within the next few days,” she said.
A National Park and Wildlife Management Authority worker at the main camp
also told The Zimbabwean that several elephants had died this week at
Guvalala and Tchabema water holes. The worker said the diesel –powered
boreholes which NPWMA installed during the height of the 2002 draught were
failing to cope with the desperate situation.
“There is chaos in the park. The pumps are few and they are pumping very
little water, which is not enough for the thousands of elephants in the
park,” said the worker.
Hwange national park is believed to be home to about 70 000 elephants,
against a holding capacity of 30 000. NPWMA spokesperson, Caroline
Washaya-Moyo, could not be reached for comment.
American businesspeople are beginning to change their negative opinion about
doing business here, with a growing number of US companies contacting the
local embassy to learn about business opportunities, US Ambassador Charles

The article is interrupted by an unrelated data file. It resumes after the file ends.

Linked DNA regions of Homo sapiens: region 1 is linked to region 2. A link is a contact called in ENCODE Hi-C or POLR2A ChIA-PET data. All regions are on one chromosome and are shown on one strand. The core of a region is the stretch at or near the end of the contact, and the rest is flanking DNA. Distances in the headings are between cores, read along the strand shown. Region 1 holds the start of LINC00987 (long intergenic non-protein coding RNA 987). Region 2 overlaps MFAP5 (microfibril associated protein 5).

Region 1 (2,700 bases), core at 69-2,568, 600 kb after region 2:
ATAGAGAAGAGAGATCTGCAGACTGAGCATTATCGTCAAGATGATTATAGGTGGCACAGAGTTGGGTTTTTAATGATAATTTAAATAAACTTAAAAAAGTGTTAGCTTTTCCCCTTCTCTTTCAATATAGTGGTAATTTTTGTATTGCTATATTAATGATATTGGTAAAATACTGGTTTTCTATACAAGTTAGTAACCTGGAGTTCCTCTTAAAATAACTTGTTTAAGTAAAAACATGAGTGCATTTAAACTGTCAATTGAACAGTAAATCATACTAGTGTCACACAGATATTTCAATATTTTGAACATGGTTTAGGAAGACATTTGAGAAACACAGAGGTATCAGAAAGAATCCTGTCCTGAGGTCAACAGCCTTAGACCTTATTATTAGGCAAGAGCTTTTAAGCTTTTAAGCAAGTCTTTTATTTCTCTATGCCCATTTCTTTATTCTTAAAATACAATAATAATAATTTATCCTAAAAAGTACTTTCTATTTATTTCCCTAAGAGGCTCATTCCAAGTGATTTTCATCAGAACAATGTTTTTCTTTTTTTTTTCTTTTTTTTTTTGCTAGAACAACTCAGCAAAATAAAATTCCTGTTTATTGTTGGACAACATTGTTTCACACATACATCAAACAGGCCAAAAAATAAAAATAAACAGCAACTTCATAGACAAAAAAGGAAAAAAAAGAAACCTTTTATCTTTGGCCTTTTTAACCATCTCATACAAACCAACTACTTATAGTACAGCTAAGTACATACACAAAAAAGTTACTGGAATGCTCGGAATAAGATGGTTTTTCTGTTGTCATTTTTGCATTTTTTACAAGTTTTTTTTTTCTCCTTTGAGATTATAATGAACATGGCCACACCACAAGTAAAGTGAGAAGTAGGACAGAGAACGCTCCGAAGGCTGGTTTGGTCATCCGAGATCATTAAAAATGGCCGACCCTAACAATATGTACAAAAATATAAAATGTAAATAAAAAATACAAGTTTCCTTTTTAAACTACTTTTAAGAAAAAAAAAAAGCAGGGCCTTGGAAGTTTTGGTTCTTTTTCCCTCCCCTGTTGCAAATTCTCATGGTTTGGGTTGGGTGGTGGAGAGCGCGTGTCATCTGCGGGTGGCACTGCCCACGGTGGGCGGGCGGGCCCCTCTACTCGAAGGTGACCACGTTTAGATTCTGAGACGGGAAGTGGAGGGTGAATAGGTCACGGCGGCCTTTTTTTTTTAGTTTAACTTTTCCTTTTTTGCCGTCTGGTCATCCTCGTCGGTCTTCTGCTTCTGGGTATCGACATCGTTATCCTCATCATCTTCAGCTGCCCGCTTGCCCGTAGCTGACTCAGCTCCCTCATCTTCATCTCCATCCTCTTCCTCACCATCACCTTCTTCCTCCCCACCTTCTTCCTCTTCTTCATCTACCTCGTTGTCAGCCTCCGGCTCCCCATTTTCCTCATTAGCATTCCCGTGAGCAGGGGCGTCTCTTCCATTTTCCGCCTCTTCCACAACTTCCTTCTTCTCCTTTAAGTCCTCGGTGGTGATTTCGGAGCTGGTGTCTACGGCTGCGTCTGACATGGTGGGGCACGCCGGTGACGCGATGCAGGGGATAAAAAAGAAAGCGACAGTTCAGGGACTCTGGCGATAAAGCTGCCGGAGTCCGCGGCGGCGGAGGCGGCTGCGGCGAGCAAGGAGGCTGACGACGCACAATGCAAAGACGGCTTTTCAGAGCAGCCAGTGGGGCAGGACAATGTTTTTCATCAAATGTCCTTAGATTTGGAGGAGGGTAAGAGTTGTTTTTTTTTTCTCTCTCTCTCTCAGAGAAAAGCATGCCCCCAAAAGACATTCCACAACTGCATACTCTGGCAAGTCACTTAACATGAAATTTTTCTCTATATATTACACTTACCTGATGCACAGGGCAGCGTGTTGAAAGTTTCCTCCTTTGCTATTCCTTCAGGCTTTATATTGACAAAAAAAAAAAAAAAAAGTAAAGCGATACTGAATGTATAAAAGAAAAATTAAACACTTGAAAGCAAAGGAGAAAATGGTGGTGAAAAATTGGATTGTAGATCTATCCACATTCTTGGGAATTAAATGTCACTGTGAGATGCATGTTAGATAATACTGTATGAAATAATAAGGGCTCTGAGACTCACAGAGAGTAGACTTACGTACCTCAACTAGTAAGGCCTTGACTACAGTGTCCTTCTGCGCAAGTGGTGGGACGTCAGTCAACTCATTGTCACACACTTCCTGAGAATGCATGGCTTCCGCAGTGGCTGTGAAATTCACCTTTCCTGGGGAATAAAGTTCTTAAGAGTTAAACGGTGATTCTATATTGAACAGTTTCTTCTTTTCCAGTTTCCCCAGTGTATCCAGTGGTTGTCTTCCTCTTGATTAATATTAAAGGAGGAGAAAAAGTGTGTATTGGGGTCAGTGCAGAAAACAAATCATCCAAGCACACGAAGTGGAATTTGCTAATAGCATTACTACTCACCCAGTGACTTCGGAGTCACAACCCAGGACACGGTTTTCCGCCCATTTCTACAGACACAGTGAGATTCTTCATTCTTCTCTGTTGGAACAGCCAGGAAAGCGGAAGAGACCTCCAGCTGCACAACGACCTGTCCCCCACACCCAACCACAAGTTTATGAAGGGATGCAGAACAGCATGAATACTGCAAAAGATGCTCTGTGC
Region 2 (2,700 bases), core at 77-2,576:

Ray has said.
by Wallace Mawire
Ambassador Ray made the remark to welcome a business delegation from
Chicago, USA with keen interests to do business in Zimbabwe. The
delegation's visit on November 14, 2011 was facilitated by the American
Business Association of Zimbabwe.
ABAZ has been working hard to spread the word that Zimbabwe is open for
business, according to Ray.
"ABAZ is doing great work to open doors. The association is growing
partnerships with Mr Higginbottom, the Corporate Council on Africa and the
US Chamber of Commerce. Other organizations are helping American companies
gain a clear picture of business conditions in Zimbabwe so they can make
informed decisions about available opportunities," said Ray.
Ray added that US businesspeople were coming to Zimbabwe because the economy